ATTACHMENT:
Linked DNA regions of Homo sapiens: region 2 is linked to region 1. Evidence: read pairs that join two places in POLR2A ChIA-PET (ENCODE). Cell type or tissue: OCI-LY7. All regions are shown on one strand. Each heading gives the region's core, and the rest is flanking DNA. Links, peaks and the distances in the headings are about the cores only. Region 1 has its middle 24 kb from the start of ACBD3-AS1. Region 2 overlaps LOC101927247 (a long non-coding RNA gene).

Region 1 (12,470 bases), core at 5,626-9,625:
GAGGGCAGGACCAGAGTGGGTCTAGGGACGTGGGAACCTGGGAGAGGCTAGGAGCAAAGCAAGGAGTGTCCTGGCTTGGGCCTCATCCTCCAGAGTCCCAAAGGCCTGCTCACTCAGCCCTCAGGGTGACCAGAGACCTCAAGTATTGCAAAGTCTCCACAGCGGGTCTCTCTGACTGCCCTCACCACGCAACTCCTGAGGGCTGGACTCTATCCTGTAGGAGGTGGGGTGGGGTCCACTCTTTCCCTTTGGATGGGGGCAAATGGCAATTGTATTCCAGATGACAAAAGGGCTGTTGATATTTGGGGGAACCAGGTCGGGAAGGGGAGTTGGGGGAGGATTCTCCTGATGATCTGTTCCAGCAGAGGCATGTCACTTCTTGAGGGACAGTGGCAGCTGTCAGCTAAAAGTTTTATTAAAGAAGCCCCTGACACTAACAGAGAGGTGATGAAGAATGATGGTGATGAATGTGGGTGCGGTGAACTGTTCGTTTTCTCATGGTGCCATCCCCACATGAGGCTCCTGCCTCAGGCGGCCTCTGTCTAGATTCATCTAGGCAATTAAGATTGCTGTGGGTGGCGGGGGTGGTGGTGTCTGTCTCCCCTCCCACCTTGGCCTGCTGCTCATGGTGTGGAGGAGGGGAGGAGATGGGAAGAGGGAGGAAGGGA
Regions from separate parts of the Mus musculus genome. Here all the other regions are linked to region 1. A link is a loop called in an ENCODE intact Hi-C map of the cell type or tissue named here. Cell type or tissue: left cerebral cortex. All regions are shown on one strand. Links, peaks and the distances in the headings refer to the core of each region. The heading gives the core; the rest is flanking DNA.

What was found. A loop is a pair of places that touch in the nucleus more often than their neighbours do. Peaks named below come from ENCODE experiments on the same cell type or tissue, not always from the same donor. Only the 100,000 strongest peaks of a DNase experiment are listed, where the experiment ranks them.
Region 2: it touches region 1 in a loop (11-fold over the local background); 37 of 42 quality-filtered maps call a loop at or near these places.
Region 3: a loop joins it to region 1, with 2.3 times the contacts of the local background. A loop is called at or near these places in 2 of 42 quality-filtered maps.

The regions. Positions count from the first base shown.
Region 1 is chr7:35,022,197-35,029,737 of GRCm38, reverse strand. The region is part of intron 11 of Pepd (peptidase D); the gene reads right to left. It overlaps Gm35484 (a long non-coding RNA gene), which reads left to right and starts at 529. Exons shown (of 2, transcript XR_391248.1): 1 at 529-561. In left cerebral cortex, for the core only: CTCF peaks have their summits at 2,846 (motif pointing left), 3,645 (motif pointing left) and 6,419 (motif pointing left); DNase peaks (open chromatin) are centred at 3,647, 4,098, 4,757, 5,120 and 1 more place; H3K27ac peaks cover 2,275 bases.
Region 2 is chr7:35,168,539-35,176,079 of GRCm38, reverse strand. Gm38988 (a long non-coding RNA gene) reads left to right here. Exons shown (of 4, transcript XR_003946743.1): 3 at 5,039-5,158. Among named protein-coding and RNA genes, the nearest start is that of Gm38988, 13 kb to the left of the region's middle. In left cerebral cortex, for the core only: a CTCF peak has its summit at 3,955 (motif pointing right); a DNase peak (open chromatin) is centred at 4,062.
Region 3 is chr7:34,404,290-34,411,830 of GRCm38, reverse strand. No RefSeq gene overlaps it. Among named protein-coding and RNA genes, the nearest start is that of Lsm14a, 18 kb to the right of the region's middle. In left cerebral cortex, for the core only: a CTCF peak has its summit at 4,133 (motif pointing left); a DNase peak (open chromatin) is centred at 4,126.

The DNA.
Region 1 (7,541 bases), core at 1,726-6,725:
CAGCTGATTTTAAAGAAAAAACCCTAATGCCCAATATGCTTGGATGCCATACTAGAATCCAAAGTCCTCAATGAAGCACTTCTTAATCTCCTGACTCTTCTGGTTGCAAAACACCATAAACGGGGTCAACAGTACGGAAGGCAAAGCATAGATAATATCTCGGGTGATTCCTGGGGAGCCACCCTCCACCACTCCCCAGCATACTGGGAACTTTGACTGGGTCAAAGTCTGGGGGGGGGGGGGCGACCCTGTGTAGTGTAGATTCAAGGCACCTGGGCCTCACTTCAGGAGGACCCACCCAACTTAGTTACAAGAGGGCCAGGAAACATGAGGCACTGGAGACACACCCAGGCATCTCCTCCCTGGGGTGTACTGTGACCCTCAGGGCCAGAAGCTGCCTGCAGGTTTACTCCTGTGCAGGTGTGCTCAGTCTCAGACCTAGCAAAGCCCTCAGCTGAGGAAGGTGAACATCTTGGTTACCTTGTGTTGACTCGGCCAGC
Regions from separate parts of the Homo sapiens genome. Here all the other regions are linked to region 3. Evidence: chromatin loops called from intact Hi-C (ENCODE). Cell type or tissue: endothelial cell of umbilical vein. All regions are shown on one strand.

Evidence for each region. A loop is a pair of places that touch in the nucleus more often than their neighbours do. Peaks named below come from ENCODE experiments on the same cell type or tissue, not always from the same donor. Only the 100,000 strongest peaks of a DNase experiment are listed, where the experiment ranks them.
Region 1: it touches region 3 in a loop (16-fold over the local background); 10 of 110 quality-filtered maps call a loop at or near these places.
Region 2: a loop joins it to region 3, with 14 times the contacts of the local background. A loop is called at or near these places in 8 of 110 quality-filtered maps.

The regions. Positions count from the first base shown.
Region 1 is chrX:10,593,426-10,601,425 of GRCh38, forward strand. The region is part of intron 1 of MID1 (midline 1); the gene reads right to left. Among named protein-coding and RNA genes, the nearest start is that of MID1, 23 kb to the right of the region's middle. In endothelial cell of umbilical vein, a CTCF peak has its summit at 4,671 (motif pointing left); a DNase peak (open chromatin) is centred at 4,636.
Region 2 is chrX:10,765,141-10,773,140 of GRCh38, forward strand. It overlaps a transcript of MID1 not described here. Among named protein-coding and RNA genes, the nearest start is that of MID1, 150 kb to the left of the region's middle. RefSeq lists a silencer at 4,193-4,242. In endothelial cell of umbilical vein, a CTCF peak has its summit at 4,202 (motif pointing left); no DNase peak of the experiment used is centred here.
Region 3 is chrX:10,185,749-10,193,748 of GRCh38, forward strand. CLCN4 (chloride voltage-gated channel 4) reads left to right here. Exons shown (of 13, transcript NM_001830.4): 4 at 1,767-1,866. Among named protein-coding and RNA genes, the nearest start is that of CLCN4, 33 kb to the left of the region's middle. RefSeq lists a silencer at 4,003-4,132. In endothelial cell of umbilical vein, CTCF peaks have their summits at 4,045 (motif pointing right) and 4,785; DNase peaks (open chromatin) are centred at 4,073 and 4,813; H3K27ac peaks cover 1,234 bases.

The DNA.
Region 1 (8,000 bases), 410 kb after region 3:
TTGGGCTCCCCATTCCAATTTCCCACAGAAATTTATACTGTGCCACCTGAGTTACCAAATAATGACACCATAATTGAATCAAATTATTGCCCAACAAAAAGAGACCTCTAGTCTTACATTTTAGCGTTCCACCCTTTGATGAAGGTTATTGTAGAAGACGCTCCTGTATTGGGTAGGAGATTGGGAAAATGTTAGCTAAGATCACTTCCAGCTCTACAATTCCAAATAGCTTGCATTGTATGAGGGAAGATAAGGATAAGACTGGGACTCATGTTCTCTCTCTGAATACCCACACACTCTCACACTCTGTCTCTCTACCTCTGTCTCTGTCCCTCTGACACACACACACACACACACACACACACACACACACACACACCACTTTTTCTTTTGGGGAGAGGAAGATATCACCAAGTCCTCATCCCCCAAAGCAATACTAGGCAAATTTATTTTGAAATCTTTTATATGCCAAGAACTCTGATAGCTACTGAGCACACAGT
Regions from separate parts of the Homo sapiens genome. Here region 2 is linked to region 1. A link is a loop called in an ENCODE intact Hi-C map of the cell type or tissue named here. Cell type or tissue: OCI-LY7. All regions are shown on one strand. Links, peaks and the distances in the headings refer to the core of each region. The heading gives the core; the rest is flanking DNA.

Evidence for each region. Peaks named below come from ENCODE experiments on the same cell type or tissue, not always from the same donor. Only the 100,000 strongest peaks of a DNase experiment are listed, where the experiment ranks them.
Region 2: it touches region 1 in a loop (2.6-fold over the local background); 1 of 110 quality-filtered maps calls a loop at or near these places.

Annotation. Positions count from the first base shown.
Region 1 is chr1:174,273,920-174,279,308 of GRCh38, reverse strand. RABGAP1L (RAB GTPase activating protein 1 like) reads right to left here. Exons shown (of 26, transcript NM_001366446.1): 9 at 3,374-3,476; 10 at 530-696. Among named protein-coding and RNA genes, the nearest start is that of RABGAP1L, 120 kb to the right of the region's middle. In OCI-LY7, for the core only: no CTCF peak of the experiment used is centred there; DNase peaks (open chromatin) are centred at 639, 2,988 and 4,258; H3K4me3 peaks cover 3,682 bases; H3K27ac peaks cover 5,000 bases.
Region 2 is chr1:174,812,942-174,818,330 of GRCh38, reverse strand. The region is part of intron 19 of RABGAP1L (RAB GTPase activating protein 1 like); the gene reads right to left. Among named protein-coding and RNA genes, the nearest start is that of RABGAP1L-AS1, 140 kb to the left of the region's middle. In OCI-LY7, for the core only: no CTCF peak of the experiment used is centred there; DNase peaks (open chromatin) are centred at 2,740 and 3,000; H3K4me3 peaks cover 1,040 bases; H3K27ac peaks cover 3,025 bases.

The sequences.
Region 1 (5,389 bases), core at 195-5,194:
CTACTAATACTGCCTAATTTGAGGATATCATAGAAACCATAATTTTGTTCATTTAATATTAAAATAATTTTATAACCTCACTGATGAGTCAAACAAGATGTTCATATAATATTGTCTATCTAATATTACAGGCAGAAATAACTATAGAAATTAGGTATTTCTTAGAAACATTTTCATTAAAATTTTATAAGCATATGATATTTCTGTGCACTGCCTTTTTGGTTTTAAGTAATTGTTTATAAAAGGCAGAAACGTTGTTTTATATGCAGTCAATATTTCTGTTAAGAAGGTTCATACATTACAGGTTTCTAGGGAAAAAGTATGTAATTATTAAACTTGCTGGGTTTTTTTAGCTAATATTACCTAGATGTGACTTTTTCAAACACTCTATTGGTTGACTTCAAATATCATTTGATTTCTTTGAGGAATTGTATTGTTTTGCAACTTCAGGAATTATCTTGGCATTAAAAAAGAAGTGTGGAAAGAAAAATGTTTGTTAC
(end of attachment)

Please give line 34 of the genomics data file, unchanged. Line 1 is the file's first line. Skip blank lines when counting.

CTACTAATACTGCCTAATTTGAGGATATCATAGAAACCATAATTTTGTTCATTTAATATTAAAATAATTTTATAACCTCACTGATGAGTCAAACAAGATGTTCATATAATATTGTCTATCTAATATTACAGGCAGAAATAACTATAGAAATTAGGTATTTCTTAGAAACATTTTCATTAAAATTTTATAAGCATATGATATTTCTGTGCACTGCCTTTTTGGTTTTAAGTAATTGTTTATAAAAGGCAGAAACGTTGTTTTATATGCAGTCAATATTTCTGTTAAGAAGGTTCATACATTACAGGTTTCTAGGGAAAAAGTATGTAATTATTAAACTTGCTGGGTTTTTTTAGCTAATATTACCTAGATGTGACTTTTTCAAACACTCTATTGGTTGACTTCAAATATCATTTGATTTCTTTGAGGAATTGTATTGTTTTGCAACTTCAGGAATTATCTTGGCATTAAAAAAGAAGTGTGGAAAGAAAAATGTTTGTTAC